The project – which was mostly completed in 2005 – was the result of the AA's purchase in 2004 by a private equity group for £1.6 billion and the need to disaggregate its systems from that of its previous owner, Centrica, which had held the organisation since 1999.
He says, "During Centrica's ownership we had what I'd call a 'big iron' IT strategy and a one size fits all approach. Our IT costs were £64 million per year and we couldn't implement small systems. Everything cost hundreds of thousands to deploy and we couldn't react quickly to the needs of the business. Now we've moved to a situation where we determine the required service levels and decide what technical platform is most appropriate and have more than halved IT costs."
When the AA emerged from Centrica's ownership it had a mix of EMC, HP and Compaq Fibre Channel storage devices which supported 850 servers, of which about 740 were HP Proliant, 20 Fujitsu, 70 Sun, 10 HP UX and some Sequent.
As part of a year-long IT rationalisation project the firm reduced its server count to about 320 HP Proliant and Sun servers supported by a storage estate solely based on NetApp iSCSI technology. This comprises five FAS 960s with Fibre Channel disks and two Nearstore R200s with SATA disks at its primary Basingstoke site plus two FAS 3050s and two Nearstore R200s at its secondary Farnborough site. Data is snapshotted at 10 minute, one hour or one day intervals to the secondary site depending on importance.
The Fibre Channel arrays provide around 70% of the AA's storage for its core SAP, SAS, Oracle and SQL applications while the SATA-equipped Nearstores deal with solely flat file data. Total storage capacity is around 300 terabytes. Most data is saved to disk with tape used only for less important data such as Blackberry and some web server files.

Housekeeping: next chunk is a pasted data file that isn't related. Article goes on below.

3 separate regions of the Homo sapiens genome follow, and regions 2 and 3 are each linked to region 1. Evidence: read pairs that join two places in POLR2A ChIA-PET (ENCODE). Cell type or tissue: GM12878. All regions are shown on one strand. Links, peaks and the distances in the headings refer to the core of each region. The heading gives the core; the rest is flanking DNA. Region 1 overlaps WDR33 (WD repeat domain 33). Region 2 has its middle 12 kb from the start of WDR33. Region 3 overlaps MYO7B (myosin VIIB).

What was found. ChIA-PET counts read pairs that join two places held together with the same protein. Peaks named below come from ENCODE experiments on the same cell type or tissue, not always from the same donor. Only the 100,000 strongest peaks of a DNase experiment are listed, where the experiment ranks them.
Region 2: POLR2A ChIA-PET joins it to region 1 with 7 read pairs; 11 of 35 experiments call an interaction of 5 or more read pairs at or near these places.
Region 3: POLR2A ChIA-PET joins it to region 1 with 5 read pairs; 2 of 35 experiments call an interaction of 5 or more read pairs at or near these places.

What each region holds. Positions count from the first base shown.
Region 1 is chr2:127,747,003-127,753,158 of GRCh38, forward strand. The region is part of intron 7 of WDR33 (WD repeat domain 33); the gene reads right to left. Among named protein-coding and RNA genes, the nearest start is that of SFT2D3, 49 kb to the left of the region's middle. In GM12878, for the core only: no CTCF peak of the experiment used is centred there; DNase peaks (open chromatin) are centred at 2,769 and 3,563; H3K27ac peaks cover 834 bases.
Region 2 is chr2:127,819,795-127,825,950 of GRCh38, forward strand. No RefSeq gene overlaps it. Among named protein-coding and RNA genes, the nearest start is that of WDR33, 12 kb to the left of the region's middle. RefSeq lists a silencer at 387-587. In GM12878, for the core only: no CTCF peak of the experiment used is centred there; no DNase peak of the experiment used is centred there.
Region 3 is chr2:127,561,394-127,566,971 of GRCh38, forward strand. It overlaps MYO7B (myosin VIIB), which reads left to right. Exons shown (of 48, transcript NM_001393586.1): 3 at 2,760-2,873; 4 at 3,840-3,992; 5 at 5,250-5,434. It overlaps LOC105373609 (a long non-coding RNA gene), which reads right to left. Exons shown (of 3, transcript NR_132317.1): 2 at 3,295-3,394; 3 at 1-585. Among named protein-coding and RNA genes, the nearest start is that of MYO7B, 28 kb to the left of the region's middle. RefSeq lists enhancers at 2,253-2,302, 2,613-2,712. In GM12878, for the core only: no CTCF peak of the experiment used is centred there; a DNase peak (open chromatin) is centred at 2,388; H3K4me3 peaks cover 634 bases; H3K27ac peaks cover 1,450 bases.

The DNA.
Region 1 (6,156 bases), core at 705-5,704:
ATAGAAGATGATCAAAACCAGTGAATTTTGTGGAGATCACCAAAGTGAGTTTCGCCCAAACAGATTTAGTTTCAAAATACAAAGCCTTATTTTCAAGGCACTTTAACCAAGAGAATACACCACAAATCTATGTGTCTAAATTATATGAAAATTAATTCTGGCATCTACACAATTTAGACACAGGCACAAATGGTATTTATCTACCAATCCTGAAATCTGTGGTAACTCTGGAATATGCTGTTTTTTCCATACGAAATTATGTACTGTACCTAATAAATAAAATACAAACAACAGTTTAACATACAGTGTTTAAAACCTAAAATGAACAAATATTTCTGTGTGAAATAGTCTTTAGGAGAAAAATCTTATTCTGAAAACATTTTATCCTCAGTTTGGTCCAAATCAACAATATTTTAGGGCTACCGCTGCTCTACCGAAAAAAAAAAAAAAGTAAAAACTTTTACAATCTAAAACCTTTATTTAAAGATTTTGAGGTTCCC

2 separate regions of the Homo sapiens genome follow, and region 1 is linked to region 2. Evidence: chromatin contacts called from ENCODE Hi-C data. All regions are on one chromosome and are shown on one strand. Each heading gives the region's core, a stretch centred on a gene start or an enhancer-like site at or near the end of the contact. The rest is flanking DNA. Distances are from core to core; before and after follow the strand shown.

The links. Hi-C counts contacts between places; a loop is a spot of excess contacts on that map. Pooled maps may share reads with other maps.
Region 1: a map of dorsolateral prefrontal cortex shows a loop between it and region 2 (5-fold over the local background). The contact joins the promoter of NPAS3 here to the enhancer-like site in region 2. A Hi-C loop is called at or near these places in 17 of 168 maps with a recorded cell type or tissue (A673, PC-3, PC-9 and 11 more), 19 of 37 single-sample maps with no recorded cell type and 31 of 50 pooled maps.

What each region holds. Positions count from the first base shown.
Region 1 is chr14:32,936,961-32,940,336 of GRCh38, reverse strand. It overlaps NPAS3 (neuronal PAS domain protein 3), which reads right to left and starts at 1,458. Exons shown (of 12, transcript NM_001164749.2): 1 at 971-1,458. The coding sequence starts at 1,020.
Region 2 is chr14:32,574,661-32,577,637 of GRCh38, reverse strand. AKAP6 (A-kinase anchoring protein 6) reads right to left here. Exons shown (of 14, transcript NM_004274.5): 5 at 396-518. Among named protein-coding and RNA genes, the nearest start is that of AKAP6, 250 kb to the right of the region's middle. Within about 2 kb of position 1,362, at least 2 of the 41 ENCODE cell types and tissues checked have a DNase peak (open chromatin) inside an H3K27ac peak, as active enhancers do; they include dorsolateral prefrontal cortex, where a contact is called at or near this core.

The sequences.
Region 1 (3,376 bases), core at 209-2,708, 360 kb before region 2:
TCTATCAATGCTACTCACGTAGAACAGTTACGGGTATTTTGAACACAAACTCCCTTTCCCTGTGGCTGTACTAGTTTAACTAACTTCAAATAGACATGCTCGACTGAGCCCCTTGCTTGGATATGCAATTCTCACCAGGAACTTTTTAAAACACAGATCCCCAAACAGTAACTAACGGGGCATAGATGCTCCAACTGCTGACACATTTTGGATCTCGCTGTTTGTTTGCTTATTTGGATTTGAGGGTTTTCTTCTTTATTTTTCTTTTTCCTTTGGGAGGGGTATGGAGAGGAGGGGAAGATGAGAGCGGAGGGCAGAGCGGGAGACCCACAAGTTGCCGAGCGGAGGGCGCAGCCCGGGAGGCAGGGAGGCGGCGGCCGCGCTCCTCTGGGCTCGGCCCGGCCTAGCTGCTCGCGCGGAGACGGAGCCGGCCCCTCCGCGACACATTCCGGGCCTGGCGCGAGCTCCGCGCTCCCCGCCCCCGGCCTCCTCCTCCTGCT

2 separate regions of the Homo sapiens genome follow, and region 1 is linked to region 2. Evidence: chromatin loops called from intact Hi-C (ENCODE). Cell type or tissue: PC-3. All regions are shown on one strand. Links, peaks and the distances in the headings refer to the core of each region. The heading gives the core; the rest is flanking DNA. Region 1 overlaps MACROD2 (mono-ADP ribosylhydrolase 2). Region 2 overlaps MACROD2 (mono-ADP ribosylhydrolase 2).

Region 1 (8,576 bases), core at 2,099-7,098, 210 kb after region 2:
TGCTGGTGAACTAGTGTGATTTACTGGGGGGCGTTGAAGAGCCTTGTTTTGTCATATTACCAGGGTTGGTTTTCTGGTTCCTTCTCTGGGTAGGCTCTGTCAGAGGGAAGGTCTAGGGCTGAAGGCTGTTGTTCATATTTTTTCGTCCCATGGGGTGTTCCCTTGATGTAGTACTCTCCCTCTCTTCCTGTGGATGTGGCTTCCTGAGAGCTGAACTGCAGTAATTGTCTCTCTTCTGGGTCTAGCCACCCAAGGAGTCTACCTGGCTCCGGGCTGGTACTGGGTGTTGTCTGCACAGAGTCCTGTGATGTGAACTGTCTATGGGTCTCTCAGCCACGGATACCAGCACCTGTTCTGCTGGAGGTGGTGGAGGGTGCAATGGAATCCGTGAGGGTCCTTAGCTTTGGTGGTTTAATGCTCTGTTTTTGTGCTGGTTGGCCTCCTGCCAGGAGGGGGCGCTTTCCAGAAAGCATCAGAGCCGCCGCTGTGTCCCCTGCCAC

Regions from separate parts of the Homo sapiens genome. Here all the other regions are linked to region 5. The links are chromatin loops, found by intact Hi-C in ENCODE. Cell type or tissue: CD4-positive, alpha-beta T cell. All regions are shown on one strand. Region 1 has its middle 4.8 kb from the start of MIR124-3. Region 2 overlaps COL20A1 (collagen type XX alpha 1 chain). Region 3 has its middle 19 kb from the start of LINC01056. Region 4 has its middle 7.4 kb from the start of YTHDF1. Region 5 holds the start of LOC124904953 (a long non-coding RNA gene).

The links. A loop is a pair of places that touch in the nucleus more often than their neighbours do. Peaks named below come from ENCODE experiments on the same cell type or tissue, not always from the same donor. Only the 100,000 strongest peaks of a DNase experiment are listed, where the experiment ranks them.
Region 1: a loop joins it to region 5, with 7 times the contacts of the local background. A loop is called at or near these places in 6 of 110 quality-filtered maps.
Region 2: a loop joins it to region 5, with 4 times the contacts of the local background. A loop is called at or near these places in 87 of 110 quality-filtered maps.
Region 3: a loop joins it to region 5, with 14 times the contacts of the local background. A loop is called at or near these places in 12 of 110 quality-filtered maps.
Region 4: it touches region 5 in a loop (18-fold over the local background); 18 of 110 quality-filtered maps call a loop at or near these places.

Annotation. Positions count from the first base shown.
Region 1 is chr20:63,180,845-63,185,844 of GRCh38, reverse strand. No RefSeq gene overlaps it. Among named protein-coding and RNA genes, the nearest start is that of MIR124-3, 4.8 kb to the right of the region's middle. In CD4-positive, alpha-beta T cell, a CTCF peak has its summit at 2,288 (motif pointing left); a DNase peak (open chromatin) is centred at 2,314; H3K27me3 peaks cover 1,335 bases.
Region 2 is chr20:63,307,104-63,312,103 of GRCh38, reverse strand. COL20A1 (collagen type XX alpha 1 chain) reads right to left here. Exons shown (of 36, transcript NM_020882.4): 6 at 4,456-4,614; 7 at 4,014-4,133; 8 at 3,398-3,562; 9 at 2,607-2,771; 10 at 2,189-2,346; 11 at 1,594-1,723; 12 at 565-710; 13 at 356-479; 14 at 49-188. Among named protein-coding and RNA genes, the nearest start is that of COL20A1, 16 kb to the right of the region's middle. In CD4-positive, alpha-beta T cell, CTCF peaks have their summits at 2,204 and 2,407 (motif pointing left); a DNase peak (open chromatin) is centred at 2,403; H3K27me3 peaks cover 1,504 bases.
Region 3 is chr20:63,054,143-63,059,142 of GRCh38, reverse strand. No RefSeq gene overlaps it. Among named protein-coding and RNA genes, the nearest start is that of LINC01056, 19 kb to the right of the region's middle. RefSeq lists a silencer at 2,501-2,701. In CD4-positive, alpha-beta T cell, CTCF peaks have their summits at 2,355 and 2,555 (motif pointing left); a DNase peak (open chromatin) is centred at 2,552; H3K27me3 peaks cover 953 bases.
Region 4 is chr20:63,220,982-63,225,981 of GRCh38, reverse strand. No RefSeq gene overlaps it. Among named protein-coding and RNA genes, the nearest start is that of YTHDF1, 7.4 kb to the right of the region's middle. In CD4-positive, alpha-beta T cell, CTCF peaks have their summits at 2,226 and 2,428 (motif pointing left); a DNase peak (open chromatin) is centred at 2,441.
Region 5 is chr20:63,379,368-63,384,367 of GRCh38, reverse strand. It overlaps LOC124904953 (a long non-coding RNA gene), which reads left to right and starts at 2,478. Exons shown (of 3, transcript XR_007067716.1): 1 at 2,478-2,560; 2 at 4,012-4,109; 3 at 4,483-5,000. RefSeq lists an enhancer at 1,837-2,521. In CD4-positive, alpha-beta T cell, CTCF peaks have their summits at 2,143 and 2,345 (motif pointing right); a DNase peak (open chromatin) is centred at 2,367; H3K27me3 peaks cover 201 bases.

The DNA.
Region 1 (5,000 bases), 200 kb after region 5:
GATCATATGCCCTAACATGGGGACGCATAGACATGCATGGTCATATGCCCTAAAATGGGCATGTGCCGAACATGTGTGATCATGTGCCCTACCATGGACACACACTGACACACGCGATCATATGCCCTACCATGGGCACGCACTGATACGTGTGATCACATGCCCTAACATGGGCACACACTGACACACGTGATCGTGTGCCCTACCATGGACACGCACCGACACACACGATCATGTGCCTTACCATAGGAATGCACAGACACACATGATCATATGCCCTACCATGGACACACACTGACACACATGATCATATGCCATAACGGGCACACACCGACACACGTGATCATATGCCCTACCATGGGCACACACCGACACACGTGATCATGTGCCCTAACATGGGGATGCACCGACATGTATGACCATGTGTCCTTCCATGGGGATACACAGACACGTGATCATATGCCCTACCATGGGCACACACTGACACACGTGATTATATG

NetApp's FAS devices are often classified as NAS but as well as supporting CIFS and NFS file systems they can work with iSCSI and Fibre Channel fabrics and have storage controllers that natively communicate to either Fibre Channel, SATA or SAS disks.
Saved £3m in contest between NetApp and EMCThe AA decided on NetApp technology in a run off against EMC Fibre Channel products. NetApp won out against EMC on capital and total life costs and spent £3 million instead of £6 million in the process, says O'Keeffe.
"We'd had some NetApp equipment before and decided it was the best, easiest and cheapest in terms of capital cost and ongoing running expenses for what we needed. The EMC equipment would have been twice the price and the Celerra and Clariion products were much more difficult to configure and understand."
O'Keeffe says the project has contributed to IT costs being reduced from £64 million a year in 2004 to £30 million now and has allowed the firm to reduce storage personnel from 16 to one.
O'Keeffe says, "We moved from having a number of different vendors' Fibre Channel SANs to IP SAN and NAS. Up to 16 people had been needed to manage the different types of Fibre Channel SANs, which is far more complex than provisioning a standard IP network, for which we already had Cisco networking skills. It's a lot easier to take an RJ45 lead and connect a switch to a server than to patch in through the SAN fabric with Fibre Channel cable."
Does O'Keeffe think NetApp can improve any of the products his firm has spent so much on? His chief criticism is of backup and restore tool Snapmanager when used with Microsoft's Sharepoint collaboration and content management software.
He says, "Snapmanager for Exchange and for SQL is very good, but Snapmanager for Sharepoint didn't really give us anything over other third party tools. Maybe the next version will."
He also said that NetApp's, "encryption capabilities gained by acquisition could be better integrated into products."
The AA's storage infrastructure will be due for refresh in 2009, says O'Keeffe. By that time his team will have begun work on planned data archiving and information lifecycle management projects.